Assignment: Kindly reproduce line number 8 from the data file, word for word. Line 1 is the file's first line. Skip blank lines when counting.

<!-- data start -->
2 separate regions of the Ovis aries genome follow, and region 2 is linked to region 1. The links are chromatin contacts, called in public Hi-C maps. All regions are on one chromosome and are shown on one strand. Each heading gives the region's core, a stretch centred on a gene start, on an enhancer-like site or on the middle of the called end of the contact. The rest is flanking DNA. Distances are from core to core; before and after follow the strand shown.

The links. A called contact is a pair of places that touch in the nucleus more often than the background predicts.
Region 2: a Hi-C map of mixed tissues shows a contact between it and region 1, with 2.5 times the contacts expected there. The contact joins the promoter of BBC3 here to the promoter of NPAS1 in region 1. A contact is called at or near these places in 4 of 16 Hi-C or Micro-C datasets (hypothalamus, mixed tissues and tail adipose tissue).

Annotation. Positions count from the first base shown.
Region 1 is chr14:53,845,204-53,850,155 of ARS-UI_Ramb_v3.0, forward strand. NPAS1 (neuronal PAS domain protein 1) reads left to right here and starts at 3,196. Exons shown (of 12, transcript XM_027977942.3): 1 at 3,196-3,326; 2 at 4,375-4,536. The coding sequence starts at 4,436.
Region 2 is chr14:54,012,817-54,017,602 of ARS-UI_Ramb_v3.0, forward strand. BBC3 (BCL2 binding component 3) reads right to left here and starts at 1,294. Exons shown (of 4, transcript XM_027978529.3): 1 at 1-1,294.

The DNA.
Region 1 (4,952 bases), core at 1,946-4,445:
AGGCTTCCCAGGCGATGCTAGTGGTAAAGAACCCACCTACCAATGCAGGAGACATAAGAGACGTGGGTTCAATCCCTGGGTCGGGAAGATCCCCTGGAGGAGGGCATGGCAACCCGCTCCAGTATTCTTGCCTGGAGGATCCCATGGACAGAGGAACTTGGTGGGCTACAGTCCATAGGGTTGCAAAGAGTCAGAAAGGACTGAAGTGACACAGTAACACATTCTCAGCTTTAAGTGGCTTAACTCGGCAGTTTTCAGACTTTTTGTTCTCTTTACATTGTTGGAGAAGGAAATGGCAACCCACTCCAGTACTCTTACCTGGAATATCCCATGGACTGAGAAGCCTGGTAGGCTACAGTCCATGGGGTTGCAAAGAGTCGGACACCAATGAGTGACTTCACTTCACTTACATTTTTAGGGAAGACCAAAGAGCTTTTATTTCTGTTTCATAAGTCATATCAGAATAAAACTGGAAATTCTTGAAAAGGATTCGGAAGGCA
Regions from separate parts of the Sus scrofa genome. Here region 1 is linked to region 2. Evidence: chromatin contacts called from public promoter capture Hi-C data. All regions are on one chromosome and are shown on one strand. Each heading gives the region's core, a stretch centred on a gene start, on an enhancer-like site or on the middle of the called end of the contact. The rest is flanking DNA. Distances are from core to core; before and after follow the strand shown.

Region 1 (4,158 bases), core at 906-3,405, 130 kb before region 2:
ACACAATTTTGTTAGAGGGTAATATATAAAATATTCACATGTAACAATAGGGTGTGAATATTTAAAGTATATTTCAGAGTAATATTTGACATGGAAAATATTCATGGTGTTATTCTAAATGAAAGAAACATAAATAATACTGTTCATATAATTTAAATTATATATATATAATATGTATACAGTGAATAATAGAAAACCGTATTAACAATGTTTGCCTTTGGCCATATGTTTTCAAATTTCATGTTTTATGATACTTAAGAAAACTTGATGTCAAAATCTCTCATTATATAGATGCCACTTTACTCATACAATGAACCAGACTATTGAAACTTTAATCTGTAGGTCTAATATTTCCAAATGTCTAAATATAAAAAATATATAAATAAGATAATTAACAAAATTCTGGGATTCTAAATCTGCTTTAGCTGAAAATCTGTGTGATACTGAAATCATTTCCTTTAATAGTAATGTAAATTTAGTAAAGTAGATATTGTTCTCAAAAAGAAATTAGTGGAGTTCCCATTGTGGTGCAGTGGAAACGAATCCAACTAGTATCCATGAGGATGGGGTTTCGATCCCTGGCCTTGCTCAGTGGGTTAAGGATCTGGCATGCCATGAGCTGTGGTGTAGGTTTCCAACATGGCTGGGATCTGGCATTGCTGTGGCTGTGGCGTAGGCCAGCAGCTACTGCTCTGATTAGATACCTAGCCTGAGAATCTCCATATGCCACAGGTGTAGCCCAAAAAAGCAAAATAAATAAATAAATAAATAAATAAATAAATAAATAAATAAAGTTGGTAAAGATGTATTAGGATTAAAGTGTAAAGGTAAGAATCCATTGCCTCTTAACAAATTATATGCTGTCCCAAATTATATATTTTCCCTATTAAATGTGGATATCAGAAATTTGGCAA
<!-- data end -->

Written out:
Region 1 (4,952 bases), core at 1,946-4,445: